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Absolutely. So does silver, brass, copper, and aluminum. Every metal considered 'precious' conducts electricity well, and as you rise in price per pound, you tend to find incrementally better conductivity.
Your computer and your cell phone both have gold in the electronics. Even fine flashlights have gold plated contacts these days.
Yes. I would go further and say that, to my knowledge, all metals conduct electricity. Generally, the more precious the metal, e.g. gold, silver, copper, are better conducting than say iron,but they will all conduct an electrical current.
The reason gold and silver aren't used is the expense involved. Copper is still common place, although aluminum has been used in large diameter cables for decades now as it is cheaper than copper but still an excellent conductor.
Yes it does but not as well as copper.
Some metals are better than others at conducting electricity, i.e. they have a higher conductivity or lower resistivity. In order of increasing conductivity we have:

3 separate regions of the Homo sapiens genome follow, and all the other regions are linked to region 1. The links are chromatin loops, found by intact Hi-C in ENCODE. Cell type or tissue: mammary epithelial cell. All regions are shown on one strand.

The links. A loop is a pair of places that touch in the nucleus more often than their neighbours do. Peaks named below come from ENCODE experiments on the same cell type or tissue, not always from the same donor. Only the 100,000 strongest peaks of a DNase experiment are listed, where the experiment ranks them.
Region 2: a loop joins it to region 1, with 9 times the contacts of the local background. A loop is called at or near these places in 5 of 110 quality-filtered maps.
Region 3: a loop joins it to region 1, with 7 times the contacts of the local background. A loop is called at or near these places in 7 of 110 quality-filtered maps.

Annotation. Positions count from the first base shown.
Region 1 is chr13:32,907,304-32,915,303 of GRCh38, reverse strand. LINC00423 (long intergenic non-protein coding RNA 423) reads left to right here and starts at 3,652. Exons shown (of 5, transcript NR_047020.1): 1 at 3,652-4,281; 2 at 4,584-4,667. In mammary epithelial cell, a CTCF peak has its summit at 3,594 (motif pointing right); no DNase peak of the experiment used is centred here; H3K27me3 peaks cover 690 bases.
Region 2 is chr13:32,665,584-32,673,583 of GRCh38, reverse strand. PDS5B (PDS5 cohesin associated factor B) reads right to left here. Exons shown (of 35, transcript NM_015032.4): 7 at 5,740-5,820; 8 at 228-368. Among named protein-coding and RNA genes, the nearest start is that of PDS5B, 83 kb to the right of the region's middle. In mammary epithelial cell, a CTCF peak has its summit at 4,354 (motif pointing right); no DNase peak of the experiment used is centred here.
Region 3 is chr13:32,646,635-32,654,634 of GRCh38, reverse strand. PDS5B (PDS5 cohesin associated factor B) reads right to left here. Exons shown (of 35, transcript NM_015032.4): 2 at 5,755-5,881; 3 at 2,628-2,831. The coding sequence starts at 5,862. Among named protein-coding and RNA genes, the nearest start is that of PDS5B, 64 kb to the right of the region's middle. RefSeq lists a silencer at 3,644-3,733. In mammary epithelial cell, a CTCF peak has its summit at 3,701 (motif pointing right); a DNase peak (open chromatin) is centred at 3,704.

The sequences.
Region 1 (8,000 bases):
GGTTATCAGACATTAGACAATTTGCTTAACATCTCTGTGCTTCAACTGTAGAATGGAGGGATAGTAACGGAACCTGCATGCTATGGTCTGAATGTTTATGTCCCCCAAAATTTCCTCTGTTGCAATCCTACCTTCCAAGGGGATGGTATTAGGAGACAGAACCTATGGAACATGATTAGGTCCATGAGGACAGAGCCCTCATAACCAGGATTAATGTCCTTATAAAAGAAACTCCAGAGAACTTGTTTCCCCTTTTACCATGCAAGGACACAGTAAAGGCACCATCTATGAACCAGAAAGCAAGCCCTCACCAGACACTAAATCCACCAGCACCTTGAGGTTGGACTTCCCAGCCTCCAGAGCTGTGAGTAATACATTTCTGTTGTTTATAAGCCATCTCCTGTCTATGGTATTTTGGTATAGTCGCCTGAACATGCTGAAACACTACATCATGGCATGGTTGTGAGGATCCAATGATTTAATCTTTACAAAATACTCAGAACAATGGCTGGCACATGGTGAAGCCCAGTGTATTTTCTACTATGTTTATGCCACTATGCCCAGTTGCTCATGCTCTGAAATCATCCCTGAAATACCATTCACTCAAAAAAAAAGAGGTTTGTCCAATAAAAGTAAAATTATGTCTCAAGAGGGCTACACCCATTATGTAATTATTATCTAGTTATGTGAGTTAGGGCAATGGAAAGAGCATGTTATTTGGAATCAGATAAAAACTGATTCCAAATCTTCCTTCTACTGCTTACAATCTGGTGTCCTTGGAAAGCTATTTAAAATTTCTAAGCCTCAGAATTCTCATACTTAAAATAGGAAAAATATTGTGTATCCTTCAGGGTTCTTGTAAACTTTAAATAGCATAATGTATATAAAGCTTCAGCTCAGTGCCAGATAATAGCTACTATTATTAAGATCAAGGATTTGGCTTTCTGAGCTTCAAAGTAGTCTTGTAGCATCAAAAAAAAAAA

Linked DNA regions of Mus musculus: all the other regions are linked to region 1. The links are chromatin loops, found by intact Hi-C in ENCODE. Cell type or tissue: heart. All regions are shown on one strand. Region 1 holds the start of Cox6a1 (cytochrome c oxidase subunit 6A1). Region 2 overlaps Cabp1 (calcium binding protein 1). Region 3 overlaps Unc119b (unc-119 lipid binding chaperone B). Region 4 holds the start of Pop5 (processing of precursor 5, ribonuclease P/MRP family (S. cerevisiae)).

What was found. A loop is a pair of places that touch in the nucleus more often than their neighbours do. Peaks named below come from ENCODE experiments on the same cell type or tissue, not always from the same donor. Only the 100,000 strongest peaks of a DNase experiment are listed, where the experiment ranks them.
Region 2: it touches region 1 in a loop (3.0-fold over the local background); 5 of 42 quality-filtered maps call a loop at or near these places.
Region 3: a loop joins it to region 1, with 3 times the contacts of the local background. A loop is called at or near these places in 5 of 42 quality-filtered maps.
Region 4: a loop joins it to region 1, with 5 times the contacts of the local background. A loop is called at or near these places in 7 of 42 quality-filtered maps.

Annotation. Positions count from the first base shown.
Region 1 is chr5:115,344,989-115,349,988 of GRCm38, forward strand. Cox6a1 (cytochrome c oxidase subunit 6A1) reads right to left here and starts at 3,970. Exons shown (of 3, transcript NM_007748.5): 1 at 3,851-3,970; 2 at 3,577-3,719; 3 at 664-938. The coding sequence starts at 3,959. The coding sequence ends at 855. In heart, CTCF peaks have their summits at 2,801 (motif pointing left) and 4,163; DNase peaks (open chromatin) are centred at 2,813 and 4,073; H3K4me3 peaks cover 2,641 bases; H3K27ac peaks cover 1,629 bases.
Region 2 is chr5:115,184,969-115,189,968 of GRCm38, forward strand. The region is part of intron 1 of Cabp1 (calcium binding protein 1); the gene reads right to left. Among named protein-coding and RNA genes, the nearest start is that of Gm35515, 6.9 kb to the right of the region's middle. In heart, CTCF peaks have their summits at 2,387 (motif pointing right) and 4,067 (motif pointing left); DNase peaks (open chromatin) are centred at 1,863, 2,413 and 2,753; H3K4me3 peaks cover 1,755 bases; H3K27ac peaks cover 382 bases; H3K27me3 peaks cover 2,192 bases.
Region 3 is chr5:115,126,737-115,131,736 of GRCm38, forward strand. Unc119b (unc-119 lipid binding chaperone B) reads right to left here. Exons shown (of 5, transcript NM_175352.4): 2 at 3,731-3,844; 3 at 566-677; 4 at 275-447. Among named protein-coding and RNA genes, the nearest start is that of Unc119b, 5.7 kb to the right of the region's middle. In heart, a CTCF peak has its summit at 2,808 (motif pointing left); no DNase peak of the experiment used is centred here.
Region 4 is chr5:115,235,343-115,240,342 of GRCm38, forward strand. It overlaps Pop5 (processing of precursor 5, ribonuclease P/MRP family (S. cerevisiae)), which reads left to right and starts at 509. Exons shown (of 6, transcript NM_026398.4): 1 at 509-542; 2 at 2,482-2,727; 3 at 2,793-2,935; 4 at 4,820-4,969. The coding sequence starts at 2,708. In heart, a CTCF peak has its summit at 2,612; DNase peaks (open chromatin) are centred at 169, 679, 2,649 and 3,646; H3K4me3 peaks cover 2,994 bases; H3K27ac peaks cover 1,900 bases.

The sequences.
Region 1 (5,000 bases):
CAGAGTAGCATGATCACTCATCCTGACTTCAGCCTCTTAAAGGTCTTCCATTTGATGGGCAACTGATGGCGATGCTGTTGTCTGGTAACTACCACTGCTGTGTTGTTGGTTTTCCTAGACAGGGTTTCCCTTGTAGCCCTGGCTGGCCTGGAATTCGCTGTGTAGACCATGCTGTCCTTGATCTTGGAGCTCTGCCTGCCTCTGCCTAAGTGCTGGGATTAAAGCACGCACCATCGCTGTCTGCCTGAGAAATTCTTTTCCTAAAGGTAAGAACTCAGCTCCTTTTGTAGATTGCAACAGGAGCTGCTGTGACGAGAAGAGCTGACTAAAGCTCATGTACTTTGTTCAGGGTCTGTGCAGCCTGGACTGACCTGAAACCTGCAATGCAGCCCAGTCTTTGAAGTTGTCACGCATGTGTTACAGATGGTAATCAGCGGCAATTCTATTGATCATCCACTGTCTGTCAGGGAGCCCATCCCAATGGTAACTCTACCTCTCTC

Copper is widely used as a conductor in electronics, electrical appliances and for cables. It is ductile (i.e. can be easily stretched and deformed into wires), malleable (can be easily depressed into shape by compressive forces) and relatively cheap.
Silver is more conductive than copper, but much more expensive.
Aluminum is less conductive than copper, but lighter and so is used for overhead cables.
Gold is less conductive than copper and more expensive. However unlike copper, its desirable characteristic is that it doesn't tarnish, i.e. oxidise in air due to contact with oxygen. It doesn't react with other common compounds either. Electrical connectors are usually made of brass and often coated with nickel. However these can tarnish over time, and this results in a degradation in performance because the tarnish coating is an oxide, nitride, sulphide, chloride, carbonate or whatever and isn't very conductive. (e.g. the green verdigris on copper domes on buildings). This is why more expensive audio/video connectors are coated with gold so that they don't tarnish, resulting in possible bad connections between equipment.
by scoop5 years ago
Does water conduct electricity better than metal?
by dulceamor7 years ago
coconut have electrolytes.. is it the same with the electrolytes needed to produce electricity??Do the electrolytes in coconut and saltwater the same with the electrolytes in batteries?Can coconut water be made as a wet...
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